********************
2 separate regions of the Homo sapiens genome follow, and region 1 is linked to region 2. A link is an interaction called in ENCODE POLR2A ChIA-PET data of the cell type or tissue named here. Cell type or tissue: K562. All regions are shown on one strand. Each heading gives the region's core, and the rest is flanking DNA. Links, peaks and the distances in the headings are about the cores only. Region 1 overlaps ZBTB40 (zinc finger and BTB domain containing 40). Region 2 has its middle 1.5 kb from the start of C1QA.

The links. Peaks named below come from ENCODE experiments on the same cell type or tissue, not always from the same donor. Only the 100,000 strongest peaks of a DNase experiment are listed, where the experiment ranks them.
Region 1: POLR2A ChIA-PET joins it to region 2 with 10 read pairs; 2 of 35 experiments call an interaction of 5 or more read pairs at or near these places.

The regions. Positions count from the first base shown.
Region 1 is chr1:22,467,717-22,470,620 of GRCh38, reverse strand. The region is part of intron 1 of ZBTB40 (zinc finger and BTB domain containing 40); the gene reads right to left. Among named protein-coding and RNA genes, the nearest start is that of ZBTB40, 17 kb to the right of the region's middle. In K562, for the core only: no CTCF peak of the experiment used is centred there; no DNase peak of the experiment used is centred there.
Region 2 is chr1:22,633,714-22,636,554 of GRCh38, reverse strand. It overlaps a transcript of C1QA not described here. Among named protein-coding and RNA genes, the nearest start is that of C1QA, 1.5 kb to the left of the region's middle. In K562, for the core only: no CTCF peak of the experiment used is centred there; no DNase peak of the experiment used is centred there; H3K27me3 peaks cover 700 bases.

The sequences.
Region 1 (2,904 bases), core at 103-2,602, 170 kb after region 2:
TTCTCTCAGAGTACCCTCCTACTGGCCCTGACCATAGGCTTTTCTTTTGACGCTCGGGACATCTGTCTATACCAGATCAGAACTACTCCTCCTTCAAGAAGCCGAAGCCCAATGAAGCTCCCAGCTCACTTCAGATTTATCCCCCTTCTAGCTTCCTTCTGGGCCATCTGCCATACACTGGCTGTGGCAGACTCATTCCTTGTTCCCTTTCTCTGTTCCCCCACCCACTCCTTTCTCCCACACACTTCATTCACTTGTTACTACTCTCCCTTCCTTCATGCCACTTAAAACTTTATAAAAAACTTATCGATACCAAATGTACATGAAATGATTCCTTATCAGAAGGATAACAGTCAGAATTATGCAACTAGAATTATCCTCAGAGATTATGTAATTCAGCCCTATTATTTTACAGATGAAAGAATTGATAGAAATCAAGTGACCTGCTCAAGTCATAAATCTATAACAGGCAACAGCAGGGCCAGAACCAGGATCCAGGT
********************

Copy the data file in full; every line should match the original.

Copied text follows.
2 separate regions of the Homo sapiens genome follow, and region 1 is linked to region 2. A link is an interaction called in ENCODE POLR2A ChIA-PET data of the cell type or tissue named here. Cell type or tissue: K562. All regions are shown on one strand. Each heading gives the region's core, and the rest is flanking DNA. Links, peaks and the distances in the headings are about the cores only. Region 1 overlaps ZBTB40 (zinc finger and BTB domain containing 40). Region 2 has its middle 1.5 kb from the start of C1QA.

The links. Peaks named below come from ENCODE experiments on the same cell type or tissue, not always from the same donor. Only the 100,000 strongest peaks of a DNase experiment are listed, where the experiment ranks them.
Region 1: POLR2A ChIA-PET joins it to region 2 with 10 read pairs; 2 of 35 experiments call an interaction of 5 or more read pairs at or near these places.

The regions. Positions count from the first base shown.
Region 1 is chr1:22,467,717-22,470,620 of GRCh38, reverse strand. The region is part of intron 1 of ZBTB40 (zinc finger and BTB domain containing 40); the gene reads right to left. Among named protein-coding and RNA genes, the nearest start is that of ZBTB40, 17 kb to the right of the region's middle. In K562, for the core only: no CTCF peak of the experiment used is centred there; no DNase peak of the experiment used is centred there.
Region 2 is chr1:22,633,714-22,636,554 of GRCh38, reverse strand. It overlaps a transcript of C1QA not described here. Among named protein-coding and RNA genes, the nearest start is that of C1QA, 1.5 kb to the left of the region's middle. In K562, for the core only: no CTCF peak of the experiment used is centred there; no DNase peak of the experiment used is centred there; H3K27me3 peaks cover 700 bases.

The sequences.
Region 1 (2,904 bases), core at 103-2,602, 170 kb after region 2:
TTCTCTCAGAGTACCCTCCTACTGGCCCTGACCATAGGCTTTTCTTTTGACGCTCGGGACATCTGTCTATACCAGATCAGAACTACTCCTCCTTCAAGAAGCCGAAGCCCAATGAAGCTCCCAGCTCACTTCAGATTTATCCCCCTTCTAGCTTCCTTCTGGGCCATCTGCCATACACTGGCTGTGGCAGACTCATTCCTTGTTCCCTTTCTCTGTTCCCCCACCCACTCCTTTCTCCCACACACTTCATTCACTTGTTACTACTCTCCCTTCCTTCATGCCACTTAAAACTTTATAAAAAACTTATCGATACCAAATGTACATGAAATGATTCCTTATCAGAAGGATAACAGTCAGAATTATGCAACTAGAATTATCCTCAGAGATTATGTAATTCAGCCCTATTATTTTACAGATGAAAGAATTGATAGAAATCAAGTGACCTGCTCAAGTCATAAATCTATAACAGGCAACAGCAGGGCCAGAACCAGGATCCAGGT